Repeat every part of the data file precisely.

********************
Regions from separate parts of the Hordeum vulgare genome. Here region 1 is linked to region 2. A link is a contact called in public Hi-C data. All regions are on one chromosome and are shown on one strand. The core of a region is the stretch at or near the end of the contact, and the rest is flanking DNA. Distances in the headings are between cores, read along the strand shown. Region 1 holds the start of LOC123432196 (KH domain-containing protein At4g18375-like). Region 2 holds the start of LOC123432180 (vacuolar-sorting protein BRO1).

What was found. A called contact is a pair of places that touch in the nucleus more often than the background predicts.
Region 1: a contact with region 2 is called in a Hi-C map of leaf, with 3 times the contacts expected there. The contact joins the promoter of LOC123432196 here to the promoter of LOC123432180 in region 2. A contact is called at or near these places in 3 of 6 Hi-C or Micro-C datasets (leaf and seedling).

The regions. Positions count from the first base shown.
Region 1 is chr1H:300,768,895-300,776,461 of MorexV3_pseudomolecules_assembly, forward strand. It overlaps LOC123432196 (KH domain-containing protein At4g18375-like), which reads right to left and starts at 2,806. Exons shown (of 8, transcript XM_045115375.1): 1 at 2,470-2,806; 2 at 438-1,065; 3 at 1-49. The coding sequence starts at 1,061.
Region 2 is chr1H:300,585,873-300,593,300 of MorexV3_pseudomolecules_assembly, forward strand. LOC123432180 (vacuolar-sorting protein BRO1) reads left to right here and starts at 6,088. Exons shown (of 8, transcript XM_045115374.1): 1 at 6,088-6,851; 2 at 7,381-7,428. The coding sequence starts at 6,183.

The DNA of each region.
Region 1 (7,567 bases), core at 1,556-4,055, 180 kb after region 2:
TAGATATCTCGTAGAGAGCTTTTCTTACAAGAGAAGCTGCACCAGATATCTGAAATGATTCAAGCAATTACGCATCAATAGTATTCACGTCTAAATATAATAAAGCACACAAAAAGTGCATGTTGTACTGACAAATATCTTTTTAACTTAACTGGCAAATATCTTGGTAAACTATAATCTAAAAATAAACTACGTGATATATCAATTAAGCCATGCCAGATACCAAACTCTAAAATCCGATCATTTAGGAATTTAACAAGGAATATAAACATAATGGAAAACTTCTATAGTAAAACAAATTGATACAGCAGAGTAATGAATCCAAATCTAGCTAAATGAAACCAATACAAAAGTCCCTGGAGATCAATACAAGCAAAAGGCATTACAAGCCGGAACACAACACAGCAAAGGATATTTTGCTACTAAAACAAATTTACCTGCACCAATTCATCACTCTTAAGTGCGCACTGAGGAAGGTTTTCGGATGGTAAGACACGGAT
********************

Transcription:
Regions from separate parts of the Hordeum vulgare genome. Here region 1 is linked to region 2. A link is a contact called in public Hi-C data. All regions are on one chromosome and are shown on one strand. The core of a region is the stretch at or near the end of the contact, and the rest is flanking DNA. Distances in the headings are between cores, read along the strand shown. Region 1 holds the start of LOC123432196 (KH domain-containing protein At4g18375-like). Region 2 holds the start of LOC123432180 (vacuolar-sorting protein BRO1).

What was found. A called contact is a pair of places that touch in the nucleus more often than the background predicts.
Region 1: a contact with region 2 is called in a Hi-C map of leaf, with 3 times the contacts expected there. The contact joins the promoter of LOC123432196 here to the promoter of LOC123432180 in region 2. A contact is called at or near these places in 3 of 6 Hi-C or Micro-C datasets (leaf and seedling).

The regions. Positions count from the first base shown.
Region 1 is chr1H:300,768,895-300,776,461 of MorexV3_pseudomolecules_assembly, forward strand. It overlaps LOC123432196 (KH domain-containing protein At4g18375-like), which reads right to left and starts at 2,806. Exons shown (of 8, transcript XM_045115375.1): 1 at 2,470-2,806; 2 at 438-1,065; 3 at 1-49. The coding sequence starts at 1,061.
Region 2 is chr1H:300,585,873-300,593,300 of MorexV3_pseudomolecules_assembly, forward strand. LOC123432180 (vacuolar-sorting protein BRO1) reads left to right here and starts at 6,088. Exons shown (of 8, transcript XM_045115374.1): 1 at 6,088-6,851; 2 at 7,381-7,428. The coding sequence starts at 6,183.

The DNA of each region.
Region 1 (7,567 bases), core at 1,556-4,055, 180 kb after region 2:
TAGATATCTCGTAGAGAGCTTTTCTTACAAGAGAAGCTGCACCAGATATCTGAAATGATTCAAGCAATTACGCATCAATAGTATTCACGTCTAAATATAATAAAGCACACAAAAAGTGCATGTTGTACTGACAAATATCTTTTTAACTTAACTGGCAAATATCTTGGTAAACTATAATCTAAAAATAAACTACGTGATATATCAATTAAGCCATGCCAGATACCAAACTCTAAAATCCGATCATTTAGGAATTTAACAAGGAATATAAACATAATGGAAAACTTCTATAGTAAAACAAATTGATACAGCAGAGTAATGAATCCAAATCTAGCTAAATGAAACCAATACAAAAGTCCCTGGAGATCAATACAAGCAAAAGGCATTACAAGCCGGAACACAACACAGCAAAGGATATTTTGCTACTAAAACAAATTTACCTGCACCAATTCATCACTCTTAAGTGCGCACTGAGGAAGGTTTTCGGATGGTAAGACACGGAT